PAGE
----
The Art of Creating Community

For the next month or so, the focus of this blog is going to change, and here's why:

I’ve been teaching creative writing and English composition at the university and community college level for 14 years now, and the most surprising truth I’ve come across is how incredibly important a community of writers is to the individual writer.

It has something to do with our self-doubts. It has something to do with revision. It also has something to do becoming better writers.

I’ve known a lot of people who have called themselves writers, but when I ask them what they’re writing they’ve told me they’re not working on anything. Then they say they haven’t worked on anything for a while, and they’re not planning on anything.

This is human enough and an easy pattern to fall into.

Without a group of people to discuss ideas and stories with, it’s easy to forget that the work that matters most, and that we love the most is the work we should be focusing on.

The students I’ve seen who have gained the most, were the most successful, and did the best work made sure that they have had this support.

For example, I watched Marta Chausee in her various writing groups, my class being one of them, developing her novel and her skills until she ended up with a book contract. I watched Michael Torres, Michaelsun Knapp, and Jeffrey Graessley work themselves into different types of successes, earning awards, getting publications and book contracts, and becoming truly great writers.

So here’s my idea. The bigger the community, the more success and good writing there will be.

But there are caveats.

The first is that the community needs to be supportive. There are too many people out there who want to make themselves appear more sophisticated by putting other people down. We don’t need those people. They should form their own society of negativity and leave the rest of us alone.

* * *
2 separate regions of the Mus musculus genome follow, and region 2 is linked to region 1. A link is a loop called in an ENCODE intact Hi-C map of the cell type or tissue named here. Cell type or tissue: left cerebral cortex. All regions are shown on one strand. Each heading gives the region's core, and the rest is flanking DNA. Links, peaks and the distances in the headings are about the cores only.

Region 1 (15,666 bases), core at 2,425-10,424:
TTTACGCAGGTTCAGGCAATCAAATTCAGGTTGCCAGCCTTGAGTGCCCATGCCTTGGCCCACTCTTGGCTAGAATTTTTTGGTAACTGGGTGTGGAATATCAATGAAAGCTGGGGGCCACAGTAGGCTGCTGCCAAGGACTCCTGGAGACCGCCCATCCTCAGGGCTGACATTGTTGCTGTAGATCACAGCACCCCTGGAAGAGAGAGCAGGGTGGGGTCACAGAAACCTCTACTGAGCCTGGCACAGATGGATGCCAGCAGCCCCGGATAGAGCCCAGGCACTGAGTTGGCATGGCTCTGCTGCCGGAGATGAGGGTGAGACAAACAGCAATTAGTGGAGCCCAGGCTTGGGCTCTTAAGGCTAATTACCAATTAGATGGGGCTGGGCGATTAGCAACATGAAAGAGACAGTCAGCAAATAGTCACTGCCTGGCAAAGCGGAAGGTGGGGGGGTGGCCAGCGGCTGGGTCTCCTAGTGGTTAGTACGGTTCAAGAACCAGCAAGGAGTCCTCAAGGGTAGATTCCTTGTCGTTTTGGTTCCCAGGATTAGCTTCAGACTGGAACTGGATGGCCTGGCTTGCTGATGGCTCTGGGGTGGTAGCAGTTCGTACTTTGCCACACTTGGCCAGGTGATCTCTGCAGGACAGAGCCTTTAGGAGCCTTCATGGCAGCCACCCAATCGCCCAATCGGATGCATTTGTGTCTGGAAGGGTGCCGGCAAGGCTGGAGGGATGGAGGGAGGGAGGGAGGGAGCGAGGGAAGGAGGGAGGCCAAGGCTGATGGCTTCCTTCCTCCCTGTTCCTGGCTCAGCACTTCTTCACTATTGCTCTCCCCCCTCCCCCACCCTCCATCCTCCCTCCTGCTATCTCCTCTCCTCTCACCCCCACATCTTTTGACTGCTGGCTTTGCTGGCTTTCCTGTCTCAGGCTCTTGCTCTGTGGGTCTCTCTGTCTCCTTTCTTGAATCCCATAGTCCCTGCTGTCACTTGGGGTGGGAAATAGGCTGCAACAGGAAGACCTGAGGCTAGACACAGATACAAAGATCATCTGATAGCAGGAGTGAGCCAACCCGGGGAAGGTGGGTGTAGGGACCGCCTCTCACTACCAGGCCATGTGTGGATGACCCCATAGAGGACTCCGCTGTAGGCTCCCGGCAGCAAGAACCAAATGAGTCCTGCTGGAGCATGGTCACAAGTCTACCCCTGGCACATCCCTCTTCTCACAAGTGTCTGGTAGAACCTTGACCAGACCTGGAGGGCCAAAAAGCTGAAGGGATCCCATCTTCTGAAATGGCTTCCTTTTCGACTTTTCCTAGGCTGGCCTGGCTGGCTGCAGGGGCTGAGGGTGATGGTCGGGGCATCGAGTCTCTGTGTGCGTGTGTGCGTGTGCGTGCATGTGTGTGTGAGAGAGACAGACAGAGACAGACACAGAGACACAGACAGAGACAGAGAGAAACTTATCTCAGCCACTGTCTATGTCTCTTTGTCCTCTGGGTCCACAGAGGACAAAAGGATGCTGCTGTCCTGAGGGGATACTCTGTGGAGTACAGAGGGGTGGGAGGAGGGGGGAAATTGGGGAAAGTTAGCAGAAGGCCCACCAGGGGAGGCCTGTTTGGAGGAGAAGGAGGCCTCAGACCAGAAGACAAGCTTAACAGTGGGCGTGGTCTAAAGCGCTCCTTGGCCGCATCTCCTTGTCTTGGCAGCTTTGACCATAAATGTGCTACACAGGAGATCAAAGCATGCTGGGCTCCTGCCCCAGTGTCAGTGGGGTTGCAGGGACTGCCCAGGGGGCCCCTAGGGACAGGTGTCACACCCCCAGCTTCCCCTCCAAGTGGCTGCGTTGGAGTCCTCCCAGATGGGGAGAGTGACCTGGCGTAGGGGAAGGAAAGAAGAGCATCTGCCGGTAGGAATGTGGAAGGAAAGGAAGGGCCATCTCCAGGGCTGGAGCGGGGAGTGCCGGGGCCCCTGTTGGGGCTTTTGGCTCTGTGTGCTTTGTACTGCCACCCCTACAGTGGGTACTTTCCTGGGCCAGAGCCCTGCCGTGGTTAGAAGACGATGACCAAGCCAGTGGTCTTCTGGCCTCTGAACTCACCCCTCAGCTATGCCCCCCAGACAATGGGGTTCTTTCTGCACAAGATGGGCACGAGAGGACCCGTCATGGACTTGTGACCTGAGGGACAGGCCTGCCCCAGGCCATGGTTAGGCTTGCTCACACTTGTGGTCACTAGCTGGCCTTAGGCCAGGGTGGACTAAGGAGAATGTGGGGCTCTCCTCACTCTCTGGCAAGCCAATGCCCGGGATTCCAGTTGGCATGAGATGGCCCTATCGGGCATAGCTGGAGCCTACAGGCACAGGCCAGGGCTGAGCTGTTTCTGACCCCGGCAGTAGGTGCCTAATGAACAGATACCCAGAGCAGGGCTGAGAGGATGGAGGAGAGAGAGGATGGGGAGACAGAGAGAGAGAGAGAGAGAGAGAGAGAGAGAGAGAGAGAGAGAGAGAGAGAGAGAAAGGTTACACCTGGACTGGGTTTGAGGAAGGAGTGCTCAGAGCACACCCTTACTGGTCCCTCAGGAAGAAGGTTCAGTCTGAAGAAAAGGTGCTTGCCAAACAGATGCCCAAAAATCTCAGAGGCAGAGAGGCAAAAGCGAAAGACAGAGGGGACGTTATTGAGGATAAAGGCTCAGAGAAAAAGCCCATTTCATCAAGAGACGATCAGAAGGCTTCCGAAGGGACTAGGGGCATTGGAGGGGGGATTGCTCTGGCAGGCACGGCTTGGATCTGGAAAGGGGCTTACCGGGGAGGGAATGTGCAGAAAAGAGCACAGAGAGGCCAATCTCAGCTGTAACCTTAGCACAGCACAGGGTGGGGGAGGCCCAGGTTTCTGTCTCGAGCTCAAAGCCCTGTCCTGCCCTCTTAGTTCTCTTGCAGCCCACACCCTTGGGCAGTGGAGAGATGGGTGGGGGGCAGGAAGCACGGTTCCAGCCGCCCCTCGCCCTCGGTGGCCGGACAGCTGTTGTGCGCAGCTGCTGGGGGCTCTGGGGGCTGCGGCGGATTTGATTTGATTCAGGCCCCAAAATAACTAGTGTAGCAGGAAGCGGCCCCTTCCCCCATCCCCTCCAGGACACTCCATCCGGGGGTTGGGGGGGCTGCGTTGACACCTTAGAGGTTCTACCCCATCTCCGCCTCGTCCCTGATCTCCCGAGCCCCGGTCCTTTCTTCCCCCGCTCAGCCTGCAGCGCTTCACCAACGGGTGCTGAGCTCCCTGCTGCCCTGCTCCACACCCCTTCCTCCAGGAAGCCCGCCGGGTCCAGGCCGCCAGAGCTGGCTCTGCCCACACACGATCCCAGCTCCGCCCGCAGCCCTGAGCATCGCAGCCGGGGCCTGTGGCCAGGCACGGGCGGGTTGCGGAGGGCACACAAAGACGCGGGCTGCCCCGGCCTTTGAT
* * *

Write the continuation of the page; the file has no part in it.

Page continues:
The second is that there can be no sense of hierarchy in the group. This is another way of being unsupportive.

My idea is that a good community makes good writers and good readers, and a lot of people agree with me. We’ve gotten together to create something special.

Eventually, what we want to create is a community center based around the arts. This will be a place where everyone in the area can come to develop their skills and share their work in a completely egalitarian environment.

That’s going to take a while.

Right now, we’re creating the San Gabriel Valley Literary Festival, and you’re all invited. Everyone’s invited. We’re creating a community and the more people here the better.

There will be opportunities for people to work with each other, and open mics for people to read their work. There will be features like Suzanne Lummis, Gerald Locklin, and so many more. There will be booths with experts and book stores and publishers. There will be moments for you to learn and to teach and connect.

Quite frankly, I can’t wait for the festival to start. I can’t wait to begin our giant community of writers. Those who join in will be changed. A lot of people have already joined in and have already been changed.

It’s going to happen from February 15-17 at West Covina’s City Hall and Library complex.

Let me know what questions you have and if you’d like to join in. Let me know how you’d like to join in. There’s room for everyone here, and I’d like you all to join!